Aripiprazole in addition to clozapine in partially responsive patients with schizophrenia: A critical review of case series
Mulè S., Cipriani A., Barbui C.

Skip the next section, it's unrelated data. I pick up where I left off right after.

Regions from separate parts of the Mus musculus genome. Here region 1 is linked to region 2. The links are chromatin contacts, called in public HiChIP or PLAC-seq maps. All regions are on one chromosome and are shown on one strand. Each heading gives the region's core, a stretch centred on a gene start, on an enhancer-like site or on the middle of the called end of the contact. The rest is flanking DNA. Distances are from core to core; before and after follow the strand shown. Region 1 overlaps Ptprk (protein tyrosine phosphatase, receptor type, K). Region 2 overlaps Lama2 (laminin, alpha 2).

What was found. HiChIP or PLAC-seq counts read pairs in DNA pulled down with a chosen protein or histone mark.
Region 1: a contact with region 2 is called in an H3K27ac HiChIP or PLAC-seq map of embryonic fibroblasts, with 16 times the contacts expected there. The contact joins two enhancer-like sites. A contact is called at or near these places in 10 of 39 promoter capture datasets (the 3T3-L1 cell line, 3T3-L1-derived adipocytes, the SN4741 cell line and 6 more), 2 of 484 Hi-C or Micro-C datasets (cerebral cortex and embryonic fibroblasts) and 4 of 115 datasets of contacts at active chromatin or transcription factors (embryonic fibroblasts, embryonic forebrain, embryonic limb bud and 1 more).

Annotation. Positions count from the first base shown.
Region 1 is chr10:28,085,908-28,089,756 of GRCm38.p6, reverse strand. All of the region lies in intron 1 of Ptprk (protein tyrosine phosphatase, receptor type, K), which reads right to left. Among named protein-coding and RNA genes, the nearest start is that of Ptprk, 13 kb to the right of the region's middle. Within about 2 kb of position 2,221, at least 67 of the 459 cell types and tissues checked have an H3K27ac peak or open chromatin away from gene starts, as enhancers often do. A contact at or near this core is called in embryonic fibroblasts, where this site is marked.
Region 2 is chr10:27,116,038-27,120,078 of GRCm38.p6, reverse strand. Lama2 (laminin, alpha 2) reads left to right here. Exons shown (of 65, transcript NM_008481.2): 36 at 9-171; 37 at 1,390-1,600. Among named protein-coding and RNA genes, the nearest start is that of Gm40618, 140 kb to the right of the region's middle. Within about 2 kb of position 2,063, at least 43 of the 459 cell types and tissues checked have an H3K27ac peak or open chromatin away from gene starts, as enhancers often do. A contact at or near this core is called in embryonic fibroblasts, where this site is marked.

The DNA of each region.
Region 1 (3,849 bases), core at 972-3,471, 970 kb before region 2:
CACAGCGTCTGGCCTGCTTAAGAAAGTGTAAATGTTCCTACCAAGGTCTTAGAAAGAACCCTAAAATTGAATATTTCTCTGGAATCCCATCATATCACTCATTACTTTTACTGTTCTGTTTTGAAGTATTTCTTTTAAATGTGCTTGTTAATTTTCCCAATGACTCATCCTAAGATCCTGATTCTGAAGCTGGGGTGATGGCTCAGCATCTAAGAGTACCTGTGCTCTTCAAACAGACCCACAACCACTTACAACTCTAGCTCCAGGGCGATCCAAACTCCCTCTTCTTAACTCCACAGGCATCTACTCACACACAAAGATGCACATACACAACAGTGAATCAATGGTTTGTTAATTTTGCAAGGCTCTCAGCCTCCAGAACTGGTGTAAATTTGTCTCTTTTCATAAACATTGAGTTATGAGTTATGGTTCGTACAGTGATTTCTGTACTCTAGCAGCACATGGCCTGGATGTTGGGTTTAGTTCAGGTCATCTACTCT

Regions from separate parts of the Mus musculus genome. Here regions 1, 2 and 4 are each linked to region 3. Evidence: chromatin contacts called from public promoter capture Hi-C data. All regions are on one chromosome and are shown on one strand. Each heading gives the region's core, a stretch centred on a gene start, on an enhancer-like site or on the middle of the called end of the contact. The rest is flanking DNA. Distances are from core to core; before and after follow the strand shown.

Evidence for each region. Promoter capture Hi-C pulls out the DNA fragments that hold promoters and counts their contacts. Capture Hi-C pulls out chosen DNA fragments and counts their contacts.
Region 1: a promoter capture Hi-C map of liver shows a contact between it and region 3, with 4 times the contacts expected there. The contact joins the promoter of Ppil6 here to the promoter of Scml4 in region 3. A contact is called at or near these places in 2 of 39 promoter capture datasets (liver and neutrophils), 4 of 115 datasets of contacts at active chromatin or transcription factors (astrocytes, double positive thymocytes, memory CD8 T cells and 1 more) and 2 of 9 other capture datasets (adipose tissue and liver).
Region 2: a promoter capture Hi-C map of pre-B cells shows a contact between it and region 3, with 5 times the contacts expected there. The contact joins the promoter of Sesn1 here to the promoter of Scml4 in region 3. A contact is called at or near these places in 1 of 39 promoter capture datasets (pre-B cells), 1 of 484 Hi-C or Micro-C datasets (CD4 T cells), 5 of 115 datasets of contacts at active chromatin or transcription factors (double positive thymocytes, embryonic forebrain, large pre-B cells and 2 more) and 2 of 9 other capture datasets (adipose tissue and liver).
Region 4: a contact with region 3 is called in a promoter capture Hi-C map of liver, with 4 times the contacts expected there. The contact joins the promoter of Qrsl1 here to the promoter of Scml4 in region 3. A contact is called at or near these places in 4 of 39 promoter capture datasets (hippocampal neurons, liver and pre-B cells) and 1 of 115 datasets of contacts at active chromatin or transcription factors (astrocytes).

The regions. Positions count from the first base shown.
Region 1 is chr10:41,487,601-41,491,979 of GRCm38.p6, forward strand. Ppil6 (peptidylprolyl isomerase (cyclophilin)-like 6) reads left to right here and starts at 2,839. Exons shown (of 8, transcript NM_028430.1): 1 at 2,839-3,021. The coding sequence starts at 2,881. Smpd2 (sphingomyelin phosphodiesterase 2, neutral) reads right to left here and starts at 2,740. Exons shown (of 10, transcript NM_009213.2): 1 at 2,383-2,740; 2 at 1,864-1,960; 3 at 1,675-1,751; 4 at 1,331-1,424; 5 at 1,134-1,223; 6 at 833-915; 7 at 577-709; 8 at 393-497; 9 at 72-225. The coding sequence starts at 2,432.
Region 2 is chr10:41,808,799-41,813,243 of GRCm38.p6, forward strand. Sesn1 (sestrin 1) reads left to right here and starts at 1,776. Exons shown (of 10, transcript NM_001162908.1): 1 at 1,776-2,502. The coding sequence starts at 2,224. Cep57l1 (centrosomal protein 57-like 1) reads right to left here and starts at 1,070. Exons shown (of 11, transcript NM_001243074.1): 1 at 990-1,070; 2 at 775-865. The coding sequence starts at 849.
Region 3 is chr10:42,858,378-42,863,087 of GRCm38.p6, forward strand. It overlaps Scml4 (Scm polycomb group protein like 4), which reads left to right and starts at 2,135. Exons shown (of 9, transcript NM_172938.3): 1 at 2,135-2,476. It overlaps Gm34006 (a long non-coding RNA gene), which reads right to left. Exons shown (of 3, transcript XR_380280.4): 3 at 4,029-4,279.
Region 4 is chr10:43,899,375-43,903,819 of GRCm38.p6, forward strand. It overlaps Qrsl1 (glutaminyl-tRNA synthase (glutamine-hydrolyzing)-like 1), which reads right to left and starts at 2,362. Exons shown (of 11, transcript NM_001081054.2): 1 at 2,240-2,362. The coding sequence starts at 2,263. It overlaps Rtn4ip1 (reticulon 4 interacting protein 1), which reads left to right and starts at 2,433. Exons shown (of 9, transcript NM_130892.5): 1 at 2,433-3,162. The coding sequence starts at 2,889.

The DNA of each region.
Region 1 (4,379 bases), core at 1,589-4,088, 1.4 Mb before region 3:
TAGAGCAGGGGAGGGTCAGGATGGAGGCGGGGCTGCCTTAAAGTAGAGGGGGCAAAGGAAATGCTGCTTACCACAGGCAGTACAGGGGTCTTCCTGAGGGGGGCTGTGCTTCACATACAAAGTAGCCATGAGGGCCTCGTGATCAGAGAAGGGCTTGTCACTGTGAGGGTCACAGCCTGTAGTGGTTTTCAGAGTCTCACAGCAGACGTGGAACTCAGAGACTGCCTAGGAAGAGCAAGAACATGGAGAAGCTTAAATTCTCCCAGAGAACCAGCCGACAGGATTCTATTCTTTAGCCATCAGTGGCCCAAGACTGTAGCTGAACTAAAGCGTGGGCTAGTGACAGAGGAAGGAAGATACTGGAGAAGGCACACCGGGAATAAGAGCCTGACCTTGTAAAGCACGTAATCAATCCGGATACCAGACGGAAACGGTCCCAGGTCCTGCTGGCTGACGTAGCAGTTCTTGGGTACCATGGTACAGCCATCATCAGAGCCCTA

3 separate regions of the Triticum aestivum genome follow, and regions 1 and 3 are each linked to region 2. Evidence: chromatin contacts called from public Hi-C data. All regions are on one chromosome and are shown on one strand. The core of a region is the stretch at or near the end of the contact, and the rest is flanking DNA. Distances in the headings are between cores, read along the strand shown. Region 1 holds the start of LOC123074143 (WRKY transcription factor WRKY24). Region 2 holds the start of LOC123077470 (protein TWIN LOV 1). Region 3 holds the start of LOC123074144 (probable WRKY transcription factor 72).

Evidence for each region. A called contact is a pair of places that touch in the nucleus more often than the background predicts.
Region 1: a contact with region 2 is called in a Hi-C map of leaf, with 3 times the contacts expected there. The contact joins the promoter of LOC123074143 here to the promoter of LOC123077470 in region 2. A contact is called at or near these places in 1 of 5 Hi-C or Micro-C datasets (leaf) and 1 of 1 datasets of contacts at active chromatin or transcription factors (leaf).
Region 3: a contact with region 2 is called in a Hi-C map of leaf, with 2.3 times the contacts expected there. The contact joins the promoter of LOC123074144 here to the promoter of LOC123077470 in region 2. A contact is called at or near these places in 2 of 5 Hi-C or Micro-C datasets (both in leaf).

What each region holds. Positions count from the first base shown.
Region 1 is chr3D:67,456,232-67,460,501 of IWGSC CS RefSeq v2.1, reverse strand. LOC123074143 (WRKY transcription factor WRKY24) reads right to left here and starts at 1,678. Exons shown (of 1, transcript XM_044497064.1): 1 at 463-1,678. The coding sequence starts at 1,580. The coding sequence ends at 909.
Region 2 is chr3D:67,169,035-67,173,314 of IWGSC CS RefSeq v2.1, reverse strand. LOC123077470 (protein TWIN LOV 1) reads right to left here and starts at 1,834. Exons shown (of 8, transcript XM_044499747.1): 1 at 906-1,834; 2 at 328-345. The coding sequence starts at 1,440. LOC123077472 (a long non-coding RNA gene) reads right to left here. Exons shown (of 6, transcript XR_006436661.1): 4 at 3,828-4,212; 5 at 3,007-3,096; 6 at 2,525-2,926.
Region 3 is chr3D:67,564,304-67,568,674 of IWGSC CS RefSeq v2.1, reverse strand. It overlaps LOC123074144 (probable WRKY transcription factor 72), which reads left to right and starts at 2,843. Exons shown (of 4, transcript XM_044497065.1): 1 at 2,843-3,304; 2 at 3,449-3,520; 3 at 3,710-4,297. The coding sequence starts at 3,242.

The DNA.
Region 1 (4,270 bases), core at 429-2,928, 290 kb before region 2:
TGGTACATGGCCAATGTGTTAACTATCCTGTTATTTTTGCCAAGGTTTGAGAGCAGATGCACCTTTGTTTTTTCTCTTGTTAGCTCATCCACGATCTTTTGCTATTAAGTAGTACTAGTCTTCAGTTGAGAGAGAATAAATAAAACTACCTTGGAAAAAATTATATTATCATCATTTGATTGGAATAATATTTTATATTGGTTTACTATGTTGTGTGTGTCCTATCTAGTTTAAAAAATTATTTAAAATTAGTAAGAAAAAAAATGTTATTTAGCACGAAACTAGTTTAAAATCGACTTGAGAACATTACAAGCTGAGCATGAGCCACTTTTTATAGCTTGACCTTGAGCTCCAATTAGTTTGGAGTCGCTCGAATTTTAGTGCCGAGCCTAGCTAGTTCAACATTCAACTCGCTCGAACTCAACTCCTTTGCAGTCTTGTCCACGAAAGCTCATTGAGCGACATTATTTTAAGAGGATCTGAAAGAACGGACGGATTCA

The present review was conducted to ascertain whether the combination of clozapine and aripiprazole may have a clinical role in patients partially responsive to clozapine monotherapy. We conducted a systematic review of randomized clinical trials, open-label prospective studies, retrospective studies and case reports. The MEDLINE search yielded ten studies: three were open-label studies, one was a retrospective study and six were case reports. The three open-label studies included a total number of forty-eight patients with schizophrenia and schizoaffective disorders. Patients were relatively young with a long history of psychiatric illness. In two of these three studies aripiprazole (15 to 30 mg/day) was effective in reducing residual positive and negative symptoms that were not controlled by monotherapy with clozapine at medium-high dose regimens. A retrospective study, which included twenty-four young patients with schizophrenia and a long history of psychiatric illness, found improvements in terms of psychopathology, social functioning, metabolic abnormalities and weight problems. Finally, six case reports included a total number of eighteen patients with schizophrenia and schizoaffective disorders. Aripiprazole dosage ranged between 5 to 90 mg/day, and patient outcome was assessed after a period varying from three to forty-eight weeks. The combined treatment was reported to exert a beneficial effect in all patients, with a decrease of the side effects associated with clozapine treatment. The clinical experience on the use of aripiprazole in combination with clozapine, described in this review, should be considered as background information useful to design randomized studies and to interpret their findings, but cannot represent an evidence base to inform clinical practice.